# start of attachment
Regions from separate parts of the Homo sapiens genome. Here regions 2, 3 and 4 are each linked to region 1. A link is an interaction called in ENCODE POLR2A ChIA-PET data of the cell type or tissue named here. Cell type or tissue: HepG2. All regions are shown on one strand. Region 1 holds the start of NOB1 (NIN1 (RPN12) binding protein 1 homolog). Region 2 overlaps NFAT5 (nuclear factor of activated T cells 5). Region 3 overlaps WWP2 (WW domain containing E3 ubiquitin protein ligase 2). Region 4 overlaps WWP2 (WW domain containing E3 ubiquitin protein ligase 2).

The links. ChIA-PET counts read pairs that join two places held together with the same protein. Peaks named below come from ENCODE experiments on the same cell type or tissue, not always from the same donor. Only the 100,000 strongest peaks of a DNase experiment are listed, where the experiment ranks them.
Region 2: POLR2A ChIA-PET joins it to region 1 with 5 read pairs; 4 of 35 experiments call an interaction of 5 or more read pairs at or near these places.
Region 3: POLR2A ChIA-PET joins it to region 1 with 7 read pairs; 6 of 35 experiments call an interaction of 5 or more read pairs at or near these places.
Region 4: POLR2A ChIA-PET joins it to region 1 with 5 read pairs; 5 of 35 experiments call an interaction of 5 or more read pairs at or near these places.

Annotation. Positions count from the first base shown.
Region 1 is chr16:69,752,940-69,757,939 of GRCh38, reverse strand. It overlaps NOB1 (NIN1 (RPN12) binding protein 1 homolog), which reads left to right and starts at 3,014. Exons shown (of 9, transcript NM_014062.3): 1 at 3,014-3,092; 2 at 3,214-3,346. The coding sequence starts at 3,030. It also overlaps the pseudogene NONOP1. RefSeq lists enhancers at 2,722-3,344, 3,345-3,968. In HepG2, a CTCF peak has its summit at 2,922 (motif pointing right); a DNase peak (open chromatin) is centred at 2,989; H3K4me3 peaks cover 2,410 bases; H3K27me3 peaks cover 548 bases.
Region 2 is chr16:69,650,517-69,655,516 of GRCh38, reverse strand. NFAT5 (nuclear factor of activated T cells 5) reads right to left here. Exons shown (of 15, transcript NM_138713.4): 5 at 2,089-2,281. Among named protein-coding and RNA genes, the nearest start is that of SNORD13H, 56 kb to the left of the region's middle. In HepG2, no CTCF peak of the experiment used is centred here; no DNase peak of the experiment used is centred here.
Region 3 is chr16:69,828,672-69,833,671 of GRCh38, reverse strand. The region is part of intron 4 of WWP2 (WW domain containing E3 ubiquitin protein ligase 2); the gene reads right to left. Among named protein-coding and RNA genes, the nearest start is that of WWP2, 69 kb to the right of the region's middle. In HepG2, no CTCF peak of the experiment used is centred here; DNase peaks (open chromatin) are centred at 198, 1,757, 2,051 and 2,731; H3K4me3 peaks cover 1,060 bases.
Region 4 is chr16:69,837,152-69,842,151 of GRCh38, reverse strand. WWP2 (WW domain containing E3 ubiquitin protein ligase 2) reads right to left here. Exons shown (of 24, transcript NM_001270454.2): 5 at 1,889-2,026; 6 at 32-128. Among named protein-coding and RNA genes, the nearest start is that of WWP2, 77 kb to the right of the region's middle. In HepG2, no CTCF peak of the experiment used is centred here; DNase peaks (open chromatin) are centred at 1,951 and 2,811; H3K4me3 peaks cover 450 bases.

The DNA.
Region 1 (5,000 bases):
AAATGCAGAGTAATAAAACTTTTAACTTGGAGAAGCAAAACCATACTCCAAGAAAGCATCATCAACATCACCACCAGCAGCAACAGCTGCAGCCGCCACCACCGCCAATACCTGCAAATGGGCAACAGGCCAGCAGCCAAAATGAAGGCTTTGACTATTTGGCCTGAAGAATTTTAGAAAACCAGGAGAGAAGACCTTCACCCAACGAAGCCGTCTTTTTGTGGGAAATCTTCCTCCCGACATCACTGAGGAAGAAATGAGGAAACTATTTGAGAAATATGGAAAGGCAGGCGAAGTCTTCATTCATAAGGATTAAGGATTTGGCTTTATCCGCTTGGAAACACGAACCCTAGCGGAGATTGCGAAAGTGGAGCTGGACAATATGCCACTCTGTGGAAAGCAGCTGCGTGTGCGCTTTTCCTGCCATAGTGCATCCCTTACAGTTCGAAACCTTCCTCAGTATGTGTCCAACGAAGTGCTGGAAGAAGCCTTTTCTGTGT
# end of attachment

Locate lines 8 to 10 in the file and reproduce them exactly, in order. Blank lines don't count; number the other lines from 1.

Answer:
Region 2 is chr16:69,650,517-69,655,516 of GRCh38, reverse strand. NFAT5 (nuclear factor of activated T cells 5) reads right to left here. Exons shown (of 15, transcript NM_138713.4): 5 at 2,089-2,281. Among named protein-coding and RNA genes, the nearest start is that of SNORD13H, 56 kb to the left of the region's middle. In HepG2, no CTCF peak of the experiment used is centred here; no DNase peak of the experiment used is centred here.
Region 3 is chr16:69,828,672-69,833,671 of GRCh38, reverse strand. The region is part of intron 4 of WWP2 (WW domain containing E3 ubiquitin protein ligase 2); the gene reads right to left. Among named protein-coding and RNA genes, the nearest start is that of WWP2, 69 kb to the right of the region's middle. In HepG2, no CTCF peak of the experiment used is centred here; DNase peaks (open chromatin) are centred at 198, 1,757, 2,051 and 2,731; H3K4me3 peaks cover 1,060 bases.
Region 4 is chr16:69,837,152-69,842,151 of GRCh38, reverse strand. WWP2 (WW domain containing E3 ubiquitin protein ligase 2) reads right to left here. Exons shown (of 24, transcript NM_001270454.2): 5 at 1,889-2,026; 6 at 32-128. Among named protein-coding and RNA genes, the nearest start is that of WWP2, 77 kb to the right of the region's middle. In HepG2, no CTCF peak of the experiment used is centred here; DNase peaks (open chromatin) are centred at 1,951 and 2,811; H3K4me3 peaks cover 450 bases.